Today’s shopping expectations are constantly evolving. And while external factors, like the pandemic, have had an effect, innovative shopping and shipping technology are helping to shape the expectations and standards for a positive CX. Modern shoppers are demanding fulfilled shipping promises, complete tracking capabilities and a seamless positive CX. Advanced Date Shopping, only available via ProShip multi-carrier shipping software, is an essential tool to ensure that both the customer and the shipper have both a cost and time-efficient shipping experience.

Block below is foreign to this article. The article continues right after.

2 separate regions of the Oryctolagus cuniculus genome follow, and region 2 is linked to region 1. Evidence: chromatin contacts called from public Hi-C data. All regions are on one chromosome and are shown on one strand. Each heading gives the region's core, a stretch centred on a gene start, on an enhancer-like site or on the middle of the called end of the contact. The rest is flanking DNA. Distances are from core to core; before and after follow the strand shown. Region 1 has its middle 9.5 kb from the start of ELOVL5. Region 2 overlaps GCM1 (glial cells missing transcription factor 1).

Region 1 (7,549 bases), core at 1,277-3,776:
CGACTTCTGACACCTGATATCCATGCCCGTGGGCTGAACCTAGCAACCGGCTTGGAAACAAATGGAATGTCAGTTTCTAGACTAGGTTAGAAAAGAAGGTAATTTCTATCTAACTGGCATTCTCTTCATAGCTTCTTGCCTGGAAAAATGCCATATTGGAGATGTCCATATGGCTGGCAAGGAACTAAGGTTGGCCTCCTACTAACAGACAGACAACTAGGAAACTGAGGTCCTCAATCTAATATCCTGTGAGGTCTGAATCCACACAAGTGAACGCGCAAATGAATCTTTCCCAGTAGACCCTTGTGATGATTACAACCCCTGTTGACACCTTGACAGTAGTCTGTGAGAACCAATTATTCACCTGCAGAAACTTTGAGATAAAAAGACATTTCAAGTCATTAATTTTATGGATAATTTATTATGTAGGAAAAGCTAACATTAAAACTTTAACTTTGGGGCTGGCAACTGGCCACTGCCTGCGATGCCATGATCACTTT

Learn how ProShip can transform your carrier rate shopping strategy
Schedule a demo with a ProShip shipping expert to learn more about how carrier rate shopping can benefit your business by saving money, improving efficiency and delivering on customer delight.